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miiser
04-30-2016, 08:36 PM
If you had to choose one or the other, would you say that FTDNA's test sequence, marketing, and upgrade system is designed to:

1) Encourage the most efficient testing strategy for the customer to meet their genealogy goals?

or

2) Promote testing to maximize FTDNA's revenues and profits, even if this includes encouraging tests that won't advance the customers genealogy goals?


I'm curious to hear what most people think.



Follow-up bonus questions to discuss: Can all FTDNA project administrators be trusted to give unbiased test recommendations? Or do some project administrators of large projects essentially function as salespeople in the service of FTDNA? Are all the project administrators actually volunteers, or are some of these "volunteer" project administrators of large projects actually on the payroll of FTDNA?

miiser
05-01-2016, 03:27 AM
If you had to choose one or the other, would you say that FTDNA's test sequence, marketing, and upgrade system is designed to:

1) Encourage the most efficient testing strategy for the customer to meet their genealogy goals?

or

2) Promote testing to maximize FTDNA's revenues and profits, even if this includes encouraging tests that won't advance the customers genealogy goals?


I'm curious to hear what most people think.



Follow-up bonus questions to discuss: Can all FTDNA project administrators be trusted to give unbiased test recommendations? Or do some project administrators of large projects essentially function as salespeople in the service of FTDNA? Are all the project administrators actually volunteers, or are some of these "volunteer" project administrators of large projects actually on the payroll of FTDNA?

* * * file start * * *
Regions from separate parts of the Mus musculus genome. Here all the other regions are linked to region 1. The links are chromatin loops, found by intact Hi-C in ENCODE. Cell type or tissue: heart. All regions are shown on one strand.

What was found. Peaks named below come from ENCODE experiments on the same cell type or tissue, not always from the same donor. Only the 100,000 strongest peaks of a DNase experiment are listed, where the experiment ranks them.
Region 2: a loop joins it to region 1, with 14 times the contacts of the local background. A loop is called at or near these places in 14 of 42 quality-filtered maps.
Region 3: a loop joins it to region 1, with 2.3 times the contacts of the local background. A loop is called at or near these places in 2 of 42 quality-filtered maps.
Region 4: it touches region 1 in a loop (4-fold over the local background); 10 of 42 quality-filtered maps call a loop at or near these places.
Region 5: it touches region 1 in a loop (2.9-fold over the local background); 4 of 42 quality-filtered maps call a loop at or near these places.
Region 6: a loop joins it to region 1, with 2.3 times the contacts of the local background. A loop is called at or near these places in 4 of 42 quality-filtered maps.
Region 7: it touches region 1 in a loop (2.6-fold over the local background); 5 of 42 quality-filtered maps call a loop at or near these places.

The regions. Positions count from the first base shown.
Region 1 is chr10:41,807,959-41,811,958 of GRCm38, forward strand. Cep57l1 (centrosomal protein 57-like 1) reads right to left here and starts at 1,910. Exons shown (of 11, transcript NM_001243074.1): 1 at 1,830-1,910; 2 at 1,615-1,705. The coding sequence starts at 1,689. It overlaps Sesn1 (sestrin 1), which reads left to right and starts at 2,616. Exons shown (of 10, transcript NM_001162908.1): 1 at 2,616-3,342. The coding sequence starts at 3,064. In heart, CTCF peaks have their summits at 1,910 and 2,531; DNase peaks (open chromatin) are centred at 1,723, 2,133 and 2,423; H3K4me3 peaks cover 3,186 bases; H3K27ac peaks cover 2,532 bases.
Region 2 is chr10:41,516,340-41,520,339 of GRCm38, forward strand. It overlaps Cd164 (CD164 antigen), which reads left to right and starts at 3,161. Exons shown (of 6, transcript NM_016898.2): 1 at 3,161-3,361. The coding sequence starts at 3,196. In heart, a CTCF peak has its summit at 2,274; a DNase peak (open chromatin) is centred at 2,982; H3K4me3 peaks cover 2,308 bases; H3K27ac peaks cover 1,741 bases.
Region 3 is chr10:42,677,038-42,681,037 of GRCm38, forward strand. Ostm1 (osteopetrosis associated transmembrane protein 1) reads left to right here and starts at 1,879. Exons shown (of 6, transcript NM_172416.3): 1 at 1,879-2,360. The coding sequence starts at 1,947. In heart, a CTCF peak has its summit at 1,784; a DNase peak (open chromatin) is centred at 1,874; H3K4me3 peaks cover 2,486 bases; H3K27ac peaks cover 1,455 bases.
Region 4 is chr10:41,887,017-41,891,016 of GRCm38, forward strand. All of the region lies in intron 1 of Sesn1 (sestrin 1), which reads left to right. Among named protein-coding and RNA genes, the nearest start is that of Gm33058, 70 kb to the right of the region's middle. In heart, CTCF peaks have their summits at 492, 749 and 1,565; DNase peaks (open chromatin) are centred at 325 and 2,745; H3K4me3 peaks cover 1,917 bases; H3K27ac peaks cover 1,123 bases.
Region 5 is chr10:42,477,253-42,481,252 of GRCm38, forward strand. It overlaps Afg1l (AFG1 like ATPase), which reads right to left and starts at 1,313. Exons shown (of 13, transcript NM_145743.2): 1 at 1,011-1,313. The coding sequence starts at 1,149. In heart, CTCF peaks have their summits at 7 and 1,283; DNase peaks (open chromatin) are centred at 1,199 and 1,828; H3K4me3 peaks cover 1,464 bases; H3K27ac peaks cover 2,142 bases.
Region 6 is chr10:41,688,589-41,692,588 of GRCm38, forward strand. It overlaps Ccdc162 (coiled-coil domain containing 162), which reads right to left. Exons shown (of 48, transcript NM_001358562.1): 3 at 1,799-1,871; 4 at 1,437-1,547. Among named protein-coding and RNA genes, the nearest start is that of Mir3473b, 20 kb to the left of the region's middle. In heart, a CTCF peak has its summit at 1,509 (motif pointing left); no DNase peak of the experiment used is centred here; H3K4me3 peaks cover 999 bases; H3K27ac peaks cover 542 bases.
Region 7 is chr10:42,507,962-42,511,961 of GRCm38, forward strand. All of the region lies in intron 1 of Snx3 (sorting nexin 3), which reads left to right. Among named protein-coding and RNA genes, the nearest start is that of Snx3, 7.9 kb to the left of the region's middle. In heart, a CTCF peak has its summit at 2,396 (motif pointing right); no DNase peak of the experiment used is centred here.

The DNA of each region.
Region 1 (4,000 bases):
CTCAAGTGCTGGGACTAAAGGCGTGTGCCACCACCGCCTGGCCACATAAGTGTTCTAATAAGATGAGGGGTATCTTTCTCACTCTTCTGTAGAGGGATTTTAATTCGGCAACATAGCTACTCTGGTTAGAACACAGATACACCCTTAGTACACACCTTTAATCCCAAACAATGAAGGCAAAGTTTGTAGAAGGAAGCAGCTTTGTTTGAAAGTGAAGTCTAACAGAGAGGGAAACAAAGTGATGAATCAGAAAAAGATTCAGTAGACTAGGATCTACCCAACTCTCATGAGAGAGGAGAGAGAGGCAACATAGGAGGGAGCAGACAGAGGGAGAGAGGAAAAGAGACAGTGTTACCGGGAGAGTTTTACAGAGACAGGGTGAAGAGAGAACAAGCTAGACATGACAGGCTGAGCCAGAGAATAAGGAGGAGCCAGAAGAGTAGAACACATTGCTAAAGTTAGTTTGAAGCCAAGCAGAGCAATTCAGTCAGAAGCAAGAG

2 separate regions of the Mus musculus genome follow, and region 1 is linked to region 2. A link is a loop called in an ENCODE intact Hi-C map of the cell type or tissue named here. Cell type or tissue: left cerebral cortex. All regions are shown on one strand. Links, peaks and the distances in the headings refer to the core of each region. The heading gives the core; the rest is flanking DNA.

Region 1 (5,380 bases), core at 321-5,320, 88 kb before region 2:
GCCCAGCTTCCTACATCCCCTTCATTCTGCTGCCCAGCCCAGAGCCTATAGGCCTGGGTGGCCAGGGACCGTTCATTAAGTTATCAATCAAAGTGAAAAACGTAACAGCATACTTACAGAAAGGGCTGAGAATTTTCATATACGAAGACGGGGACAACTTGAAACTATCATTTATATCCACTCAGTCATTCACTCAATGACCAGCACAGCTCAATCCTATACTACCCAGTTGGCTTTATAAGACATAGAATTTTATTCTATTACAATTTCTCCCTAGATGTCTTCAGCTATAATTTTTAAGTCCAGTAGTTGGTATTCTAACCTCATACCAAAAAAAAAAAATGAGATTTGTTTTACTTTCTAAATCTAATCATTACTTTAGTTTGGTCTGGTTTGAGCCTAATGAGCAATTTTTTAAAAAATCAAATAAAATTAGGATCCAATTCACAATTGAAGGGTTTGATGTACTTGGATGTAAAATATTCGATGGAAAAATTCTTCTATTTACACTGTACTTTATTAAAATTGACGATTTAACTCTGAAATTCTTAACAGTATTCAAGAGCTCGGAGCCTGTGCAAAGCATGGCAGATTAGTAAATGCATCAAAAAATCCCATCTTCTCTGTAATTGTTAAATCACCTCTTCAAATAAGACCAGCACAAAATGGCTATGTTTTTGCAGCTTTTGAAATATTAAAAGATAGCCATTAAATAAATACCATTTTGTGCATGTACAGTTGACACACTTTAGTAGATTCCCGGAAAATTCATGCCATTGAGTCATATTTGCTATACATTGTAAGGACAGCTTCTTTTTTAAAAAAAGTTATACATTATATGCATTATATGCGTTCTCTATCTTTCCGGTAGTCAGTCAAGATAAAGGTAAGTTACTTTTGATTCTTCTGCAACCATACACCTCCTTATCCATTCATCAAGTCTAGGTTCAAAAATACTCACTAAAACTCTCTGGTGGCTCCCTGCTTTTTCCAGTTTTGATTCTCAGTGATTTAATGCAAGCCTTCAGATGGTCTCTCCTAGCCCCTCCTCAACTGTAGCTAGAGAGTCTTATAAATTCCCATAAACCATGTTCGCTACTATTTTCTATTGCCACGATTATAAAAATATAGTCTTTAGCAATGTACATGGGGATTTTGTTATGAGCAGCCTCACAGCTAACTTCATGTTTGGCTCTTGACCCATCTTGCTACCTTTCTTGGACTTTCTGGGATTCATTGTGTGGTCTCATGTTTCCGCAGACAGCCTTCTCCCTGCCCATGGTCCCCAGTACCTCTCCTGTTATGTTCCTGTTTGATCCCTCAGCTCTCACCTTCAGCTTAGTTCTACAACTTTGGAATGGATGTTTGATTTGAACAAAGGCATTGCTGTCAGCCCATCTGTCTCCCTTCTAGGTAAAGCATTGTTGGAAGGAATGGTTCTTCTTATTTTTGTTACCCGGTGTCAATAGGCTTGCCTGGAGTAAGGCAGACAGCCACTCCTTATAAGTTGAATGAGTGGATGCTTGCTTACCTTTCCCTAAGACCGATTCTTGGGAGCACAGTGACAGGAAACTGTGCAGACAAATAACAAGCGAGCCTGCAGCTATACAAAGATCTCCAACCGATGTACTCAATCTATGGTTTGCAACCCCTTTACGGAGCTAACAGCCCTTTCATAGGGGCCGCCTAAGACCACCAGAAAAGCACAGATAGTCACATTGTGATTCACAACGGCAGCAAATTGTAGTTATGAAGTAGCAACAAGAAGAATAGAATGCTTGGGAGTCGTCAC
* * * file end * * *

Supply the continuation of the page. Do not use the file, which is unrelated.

As a relevant side note, I thought I'd mention genetic genealogy blogger Roberta Estes, who poses herself as a neutral commentator on her "DNAeXplained" blog. But it has been reported that she has a financial relationship with FTDNA. So it appears there is a precedent for paid promoters of FTDNA posing as independent parties giving unbiased product recommendations.

miiser
05-01-2016, 04:19 AM
6 of 6 polled so far believe that FTDNA's primary concern is profit, not the customer's interests. No FTDNA advocates here willing to stick their necks out?

David Mc
05-01-2016, 04:36 AM
It would have been nice to have a third choice that allowed them to aim for both profits and customer satisfaction. Most businesses are neither altruistic nor profiteering. They aim to make money and do their best for their customers. If that option had been provided, I might have taken part in your poll. As it is, it seems like you've offered false choices.

David Mc
05-01-2016, 04:38 AM
And for the record, I have never received moneys of any kind from FTDNA. :)

miiser
05-01-2016, 05:48 AM
It would have been nice to have a third choice that allowed them to aim for both profits and customer satisfaction. Most businesses are neither altruistic nor profiteering. They aim to make money and do their best for their customers. If that option had been provided, I might have taken part in your poll. As it is, it seems like you've offered false choices.

It is certainly not a false choice. The poll question itself unfortunately permits a limited number of characters to express the question and options, so I elaborated on the question in my opening comment. For the second option, I do not say that customer benefit is of no concern at all, only that it is a secondary concern after the primary concern of profit. Even if their primary concern is profiteering, they ought to care about customer satisfaction insofar as it can affect future profits. But it is possible for a customer to be taken advantage of and still be fully satisfied, ignorant of the fact that they've been sold a product they don't need. A savvy business whose primary goal is profit will take advantage of this reality.

The poll question asks which is the primary concern. In the case of at least some business decisions, maximum customer benefit and maximum corporate profit are in opposition to each other. When making business decisions based on competing goals, the decision will be made based on whichever of these goals is primary.

JohnHowellsTyrfro
05-01-2016, 06:10 AM